Blog. Knowledge is power! And therefore, knowledge must be managed with great responsibility. Many librarians and information professionals are aware and devoted to this when building bridges between people and knowledge.
Knowledge as a concept can have many approaches. Knowledge can be acquired through learning and practice. Knowledge can be created between people and through interaction. Knowledge can be created in systems and organizations. Knowledge can be created from data and information that is being processed and made useful to a company, an organization, a student, a researcher and for the citizens. Knowledge can influence and determine democratic elections, and therefore it is important to strengthen what can be defined as democratic resilience. This can be applied in society through enlightened citizens. In addition politician and the society as a whole must pay attention to the consequences of the use of he digital footsteps we all leave behind when we use social media paths and roads.
The members of the Danish Association of Librarian and Information Professionals work as librarians, information professionals and cultural agents in libraries, public organisations and private sector companies. They are building bridges between people and knowledge. Whether it is the master data specialist, who systematically structure and maintains data in systems, so they are always up to date and available for further business processes. Or it is the librarian who gives the student or citizen access to knowledge through information searching, and in the teaching of digital security. It is also when the archive manager handles large amounts of metadata and thus makes knowledge commercial. Or the quality coordinator who lift and streamline processes so that knowledge flows and meets international standards.
Because the work of the librarian and information professional often is operated at the core of many processes, it is also important to relate to how we manage the trust we are given. Because when our members structure, handle and systematize the use of knowledge in society and in businesses, it’s not our own data, but other’s data that is being managed.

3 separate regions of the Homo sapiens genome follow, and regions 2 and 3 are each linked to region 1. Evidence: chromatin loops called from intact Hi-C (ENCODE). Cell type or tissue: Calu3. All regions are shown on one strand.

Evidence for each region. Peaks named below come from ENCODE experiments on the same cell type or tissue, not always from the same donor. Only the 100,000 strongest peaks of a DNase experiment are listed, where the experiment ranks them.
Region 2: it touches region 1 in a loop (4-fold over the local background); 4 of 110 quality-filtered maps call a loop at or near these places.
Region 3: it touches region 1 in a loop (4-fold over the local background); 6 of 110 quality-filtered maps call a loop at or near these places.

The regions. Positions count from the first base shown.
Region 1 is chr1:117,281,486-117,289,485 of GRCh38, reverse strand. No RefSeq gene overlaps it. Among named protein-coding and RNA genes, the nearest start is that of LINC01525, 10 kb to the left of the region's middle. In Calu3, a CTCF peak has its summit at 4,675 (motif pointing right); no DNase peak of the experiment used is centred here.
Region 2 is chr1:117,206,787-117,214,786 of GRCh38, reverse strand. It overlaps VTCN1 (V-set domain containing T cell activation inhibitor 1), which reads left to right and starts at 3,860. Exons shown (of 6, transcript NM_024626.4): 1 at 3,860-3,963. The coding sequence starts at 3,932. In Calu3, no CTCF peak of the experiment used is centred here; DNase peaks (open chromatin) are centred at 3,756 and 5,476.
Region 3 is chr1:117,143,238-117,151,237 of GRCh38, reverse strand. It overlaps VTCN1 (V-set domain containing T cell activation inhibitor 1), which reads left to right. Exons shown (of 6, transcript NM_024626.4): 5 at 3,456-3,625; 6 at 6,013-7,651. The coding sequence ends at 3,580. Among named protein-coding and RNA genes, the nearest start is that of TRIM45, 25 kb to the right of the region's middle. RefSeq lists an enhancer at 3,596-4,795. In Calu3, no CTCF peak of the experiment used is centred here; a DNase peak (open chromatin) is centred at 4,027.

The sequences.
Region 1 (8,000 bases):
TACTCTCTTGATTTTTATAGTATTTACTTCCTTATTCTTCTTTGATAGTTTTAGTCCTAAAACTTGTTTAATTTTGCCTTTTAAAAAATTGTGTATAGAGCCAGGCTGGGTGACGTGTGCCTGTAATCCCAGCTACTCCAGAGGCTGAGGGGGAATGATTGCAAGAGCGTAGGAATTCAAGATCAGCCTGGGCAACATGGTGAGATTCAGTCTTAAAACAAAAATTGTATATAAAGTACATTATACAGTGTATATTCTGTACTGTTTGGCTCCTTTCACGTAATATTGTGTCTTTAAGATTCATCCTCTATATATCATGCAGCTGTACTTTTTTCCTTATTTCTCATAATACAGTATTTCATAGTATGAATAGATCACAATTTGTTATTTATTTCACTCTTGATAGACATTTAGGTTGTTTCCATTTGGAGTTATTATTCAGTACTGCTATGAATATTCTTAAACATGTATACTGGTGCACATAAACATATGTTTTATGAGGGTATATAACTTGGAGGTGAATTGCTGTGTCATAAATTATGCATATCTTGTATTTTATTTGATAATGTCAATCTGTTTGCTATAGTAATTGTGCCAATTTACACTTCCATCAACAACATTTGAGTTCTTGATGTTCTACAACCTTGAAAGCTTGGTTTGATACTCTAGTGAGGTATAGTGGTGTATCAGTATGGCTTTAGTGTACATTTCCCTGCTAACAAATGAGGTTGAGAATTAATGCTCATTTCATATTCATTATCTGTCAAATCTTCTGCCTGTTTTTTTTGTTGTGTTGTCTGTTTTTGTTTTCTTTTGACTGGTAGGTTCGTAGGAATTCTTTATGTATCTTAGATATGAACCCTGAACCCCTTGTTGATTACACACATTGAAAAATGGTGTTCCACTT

Therefore, data ethics are relevant for BF and our members, and therefore we will work more actively with data technology as the centerpiece of processes, advice, guidance and dissemination in private companies and public institutions.
This kind of thinking is not new for information professionals and librarians. In 2002, the International library organization, IFLA, made a declaration proclaiming the fundamental right to access and transmit information without restrictions. Among other things, it states that “the commitment to support and promote intellectual freedom is a key responsibility for library and information professionals worldwide and that this support must be expressed both in ethical guidelines and demonstrated in practice.” Important to remember this when the library world talking about personalization and collection of personal information in the development of library systems.
Use of data, data ethic and the right to privacy is a hot topic at the moment. The Danish government is introducing a Data Ethic Council (about time one might think).Because it is important that we, as society, actively engage in data ethical perspectives and dilemmas, whether in private or in public sector. Data ethics and the right to privacy are written down in human rights, and with the EU General Data Protection Regulation (GDPR) all of us have gained more insight in the use of our data. In addition, the founder of the Internet, Tim Berners-Lee, recently launched a ‘Contract for the Web’ campaign to help citizens, authorities and businesses ensure that the Internet is an open good and a basic right for everyone to access.
All in all, there are a lot of good thoughts and initiatives. So we are on our way to lift up the data ethical agenda. The thinkdotank Data Ethics was founded in Copenhagen in 2015. I have been in the advisory board since the beginning. because it provides knowledge about the area and because I contribute with perspectives from librarians and information professionals. One of the milestones have been the introduction of Data Ethics Principles, which I recommend that you read.
By Tine Segel, Chairwoman of the Danish Association of Librarians and Informations Professionals (BF) and member of DataEthics.eu‘s advisory board